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AHRA: Can NASA scheduling software help reduce staff overtime?

by Brendon Nafziger, DOTmed News Associate Editor | August 18, 2011
On-Cue in the
IR department (Credit:
Allocade)
University of Utah Healthcare researchers say an artificial intelligence program developed by a former NASA computer scientist helped organize its interventional radiology department, cutting staff overtime by 90 percent.

In a poster presentation at the AHRA's annual meeting in Grapevine, Texas this week, the department's manager said software that uses an artificial intelligence engine to track and rank staffing and resource demands helped reduce both patient wait-times and payroll costs.

According to the abstract of the report, presented by Steven Tew, the department's manager, the academic hospital's interventional radiology department faced complex scheduling problems. For one, the busy hospital system's radiology department performs around 3,000 procedures a year.

Another problem is that the IR procedures are split between four rooms. To add to the complexity, the department is actually stretched out over two campuses in Salt Lake City, the main hospital and the Huntsman Cancer Institute, which is a 10-15-minute walk away.

"The difficulties were both (about) multiple locations as well as just allocating the appropriate time," Tew told DOTmed News by phone.

Large whiteboards were used to keep staff organized, but these often had to be supplemented by calls, pages and face-to-face meetings. After evaluating its scheduling challenges, the department decided to make the process more efficient. So in 2009, they turned to On-Cue, an operations program developed by Allocade Inc. of Menlo Park, Calif.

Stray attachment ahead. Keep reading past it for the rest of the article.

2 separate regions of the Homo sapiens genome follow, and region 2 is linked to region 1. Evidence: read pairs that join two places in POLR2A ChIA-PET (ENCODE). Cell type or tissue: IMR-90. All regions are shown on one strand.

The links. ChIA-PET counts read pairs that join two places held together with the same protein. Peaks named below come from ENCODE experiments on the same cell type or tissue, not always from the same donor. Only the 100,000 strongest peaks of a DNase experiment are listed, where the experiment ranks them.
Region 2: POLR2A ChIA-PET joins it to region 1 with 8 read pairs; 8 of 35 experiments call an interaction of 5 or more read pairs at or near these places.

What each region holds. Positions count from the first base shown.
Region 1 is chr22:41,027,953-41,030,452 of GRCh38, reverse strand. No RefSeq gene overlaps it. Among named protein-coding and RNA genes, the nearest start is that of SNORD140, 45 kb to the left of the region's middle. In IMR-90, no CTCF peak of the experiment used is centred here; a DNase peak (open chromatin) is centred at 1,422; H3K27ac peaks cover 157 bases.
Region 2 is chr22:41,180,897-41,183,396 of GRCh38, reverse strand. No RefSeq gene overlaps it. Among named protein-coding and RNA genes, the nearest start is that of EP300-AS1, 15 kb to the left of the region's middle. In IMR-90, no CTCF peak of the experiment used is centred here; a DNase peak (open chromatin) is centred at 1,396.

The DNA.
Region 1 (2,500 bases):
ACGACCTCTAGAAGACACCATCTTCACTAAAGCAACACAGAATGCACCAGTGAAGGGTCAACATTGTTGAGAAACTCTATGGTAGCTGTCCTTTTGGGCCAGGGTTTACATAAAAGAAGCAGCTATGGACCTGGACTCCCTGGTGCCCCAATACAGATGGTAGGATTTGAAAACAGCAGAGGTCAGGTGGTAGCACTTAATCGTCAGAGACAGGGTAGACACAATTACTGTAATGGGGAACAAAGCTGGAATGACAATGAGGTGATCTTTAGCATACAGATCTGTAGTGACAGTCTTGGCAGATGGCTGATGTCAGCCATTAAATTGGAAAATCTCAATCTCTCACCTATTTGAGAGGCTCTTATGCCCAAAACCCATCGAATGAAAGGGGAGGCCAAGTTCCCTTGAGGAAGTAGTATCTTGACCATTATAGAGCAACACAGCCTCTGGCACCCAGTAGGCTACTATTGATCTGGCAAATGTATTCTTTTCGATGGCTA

The software, first released in 2008, was originally conceived by Don Rosenthal, Allocade's co-founder who led the Artificial Intelligence Applications Group at the NASA Ames Research Center. Apparently, the roots of the software lie with Rosenthal's work in setting up a scheduling system for the Hubble Space Telescope, according to materials provided by Allocade and NASA.

The system works through a command center that shows the charge nurse or administrator historical and real-time data on scheduling, letting staff adjust scheduled blocks for patients based on known trends.

"We were able to adjust the time that we were scheduling cases and increase our throughput because we weren't scheduling too long for some cases and too short for others," Tew said. "We were able to look by physician what their average time was per case, and adjust the schedule accordingly."

The hospital estimates it was able to increase patient throughput by approximately 18 percent, reduce overtime by 90 percent, and cut full-time equivalent expenses by 10-15 percent.

Tew said in addition to cutting patient wait-times, they were able to make waiting less irksome. For instance, if patients come early to an appointment, by glancing at the scheduling chart, staff can give a more realistic window of how long they have to wait.

"In the past, they might have gotten frustrated waiting, and now we can say, 'Hey, this is what you can expect,'" he said.

The IR department said the technology will also help with its expansion plans: soon there will be two more IR rooms, one in the Clinical Neuroscience Center on campus, another in the South Jordan Health Center across the valley.

"We feel that it more than paid for itself," Tew said.

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